Vs. 5 - The contrast between "fruit unto death" here, and "fruit unto God" is notable. It is truly a "before" and "after" description of conversion. "In the flesh" describes our state before salvation. In that state, sins as "passionate" worked in our members (tongue, hands, feet, mind, etc.), producing death. It is sobering and humbling to ponder this one line description of the results of our past life: "fruit unto death." The reference here to the law imparting a passionate character (motions) to sin will be developed later in the chapter. Vs. 6 - The "but now" links to Vs.4, which applied Vs.2-3 where the woman was "loosed from the law of the husband." We were once held by the law because of our sin guilt, but now we have been delivered from the law. This verse will now distinguish for us between the law as a moral code which is "holy, just and good," and the law as a legal system by which one strives to be justified and sanctified. The person who tries to be justified and sanctified by serving (as a slave) "in the oldness of the letter" labors to live up to the law as it spells out the righteous requirements of God. But this verse introduces briefly what the apostle will come to in Ch.8: that, having been delivered from a legal system, we now serve "in newness of spirit," where the Spirit of God empowers the believer to fulfill the righteous requirement of the law (Ch.8:4). This argument is in total agreement with Gal 3:3.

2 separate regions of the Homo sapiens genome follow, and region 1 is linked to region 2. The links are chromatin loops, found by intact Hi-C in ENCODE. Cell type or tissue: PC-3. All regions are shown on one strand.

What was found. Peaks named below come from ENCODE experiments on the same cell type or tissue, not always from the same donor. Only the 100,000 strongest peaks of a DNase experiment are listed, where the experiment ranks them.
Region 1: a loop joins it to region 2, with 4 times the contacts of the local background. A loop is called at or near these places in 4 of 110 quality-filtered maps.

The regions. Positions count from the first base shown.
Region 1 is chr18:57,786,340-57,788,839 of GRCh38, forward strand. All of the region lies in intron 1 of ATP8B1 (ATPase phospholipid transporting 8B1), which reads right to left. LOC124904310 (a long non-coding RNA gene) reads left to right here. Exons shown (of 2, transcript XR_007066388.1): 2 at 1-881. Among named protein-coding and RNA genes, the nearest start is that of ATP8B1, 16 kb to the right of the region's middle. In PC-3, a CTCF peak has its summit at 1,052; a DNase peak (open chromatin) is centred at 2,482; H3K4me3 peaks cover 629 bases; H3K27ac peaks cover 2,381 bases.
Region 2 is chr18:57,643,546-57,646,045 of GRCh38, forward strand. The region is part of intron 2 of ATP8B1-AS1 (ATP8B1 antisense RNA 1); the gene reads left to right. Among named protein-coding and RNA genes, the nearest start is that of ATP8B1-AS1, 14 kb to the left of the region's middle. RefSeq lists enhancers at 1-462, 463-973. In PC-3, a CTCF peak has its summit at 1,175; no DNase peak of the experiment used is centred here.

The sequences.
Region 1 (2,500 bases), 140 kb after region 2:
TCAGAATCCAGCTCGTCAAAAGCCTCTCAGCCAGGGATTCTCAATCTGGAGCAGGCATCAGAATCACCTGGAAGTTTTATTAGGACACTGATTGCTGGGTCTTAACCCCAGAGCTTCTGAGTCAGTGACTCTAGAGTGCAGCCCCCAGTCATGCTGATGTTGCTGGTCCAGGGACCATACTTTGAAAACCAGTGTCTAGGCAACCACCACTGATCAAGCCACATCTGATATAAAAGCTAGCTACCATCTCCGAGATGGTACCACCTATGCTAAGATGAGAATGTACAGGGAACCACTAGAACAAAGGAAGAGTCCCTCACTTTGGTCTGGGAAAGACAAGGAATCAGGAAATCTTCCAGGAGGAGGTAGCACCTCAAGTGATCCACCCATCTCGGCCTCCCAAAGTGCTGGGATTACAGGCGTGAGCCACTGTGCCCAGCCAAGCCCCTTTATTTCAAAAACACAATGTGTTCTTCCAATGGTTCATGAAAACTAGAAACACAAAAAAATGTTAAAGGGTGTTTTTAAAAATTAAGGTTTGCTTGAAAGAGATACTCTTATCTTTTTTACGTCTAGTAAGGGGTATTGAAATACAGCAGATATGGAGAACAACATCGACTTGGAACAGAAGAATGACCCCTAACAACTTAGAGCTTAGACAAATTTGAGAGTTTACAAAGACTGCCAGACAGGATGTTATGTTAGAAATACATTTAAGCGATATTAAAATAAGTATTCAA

A Defense of the Law v 7-12

Vs.7a - The apostle raises the question, "Is the law sin?" Is there something inherently evil in the law of God? The answer is short: "By no means." Paul then defends the law as follows:

Vs.7b - The law actually enlightens our conscience and makes us aware of sin: example, "Thou shalt not covet".

Vs.8-9 - As an attacking army seeks a position of advantage from which to destroy the enemy, so sin used the law (for example "thou shalt not covet") to awaken all manner of covetousness in me.

Without this awareness, sin had no way of stirring up such passion. Sin was there all the time; the law simply made me aware of it, which then involved my whole being: my intelligence, to assess moral consequences, will, emotions, and conscience. In this sense, "apart from law, sin was dead."

Vs.9 continues the thought: without law, I could live; my conscience did not smite me. But the law caused sin to "spring to life" and my conscience slew me.

Vs.10 - This verse reminds us of Lev 18:5 regarding God's law: "which if a man do, he shall five in them." But rather than living by the law, he is showing that, by the law, he died.

Vs.11 - The illustration of an attacking army is here again as in Vs.8. Note that a further element in the attack is introduced, that of deceit. As in Vs.8, sin was operative without law, but the person was not aware of it. He is already practicing it; he is already "hooked," sin comes in for the attack on the person by light from the law; he finds that he is deceived, having sinned in darkness, and he is now slain by his conscience.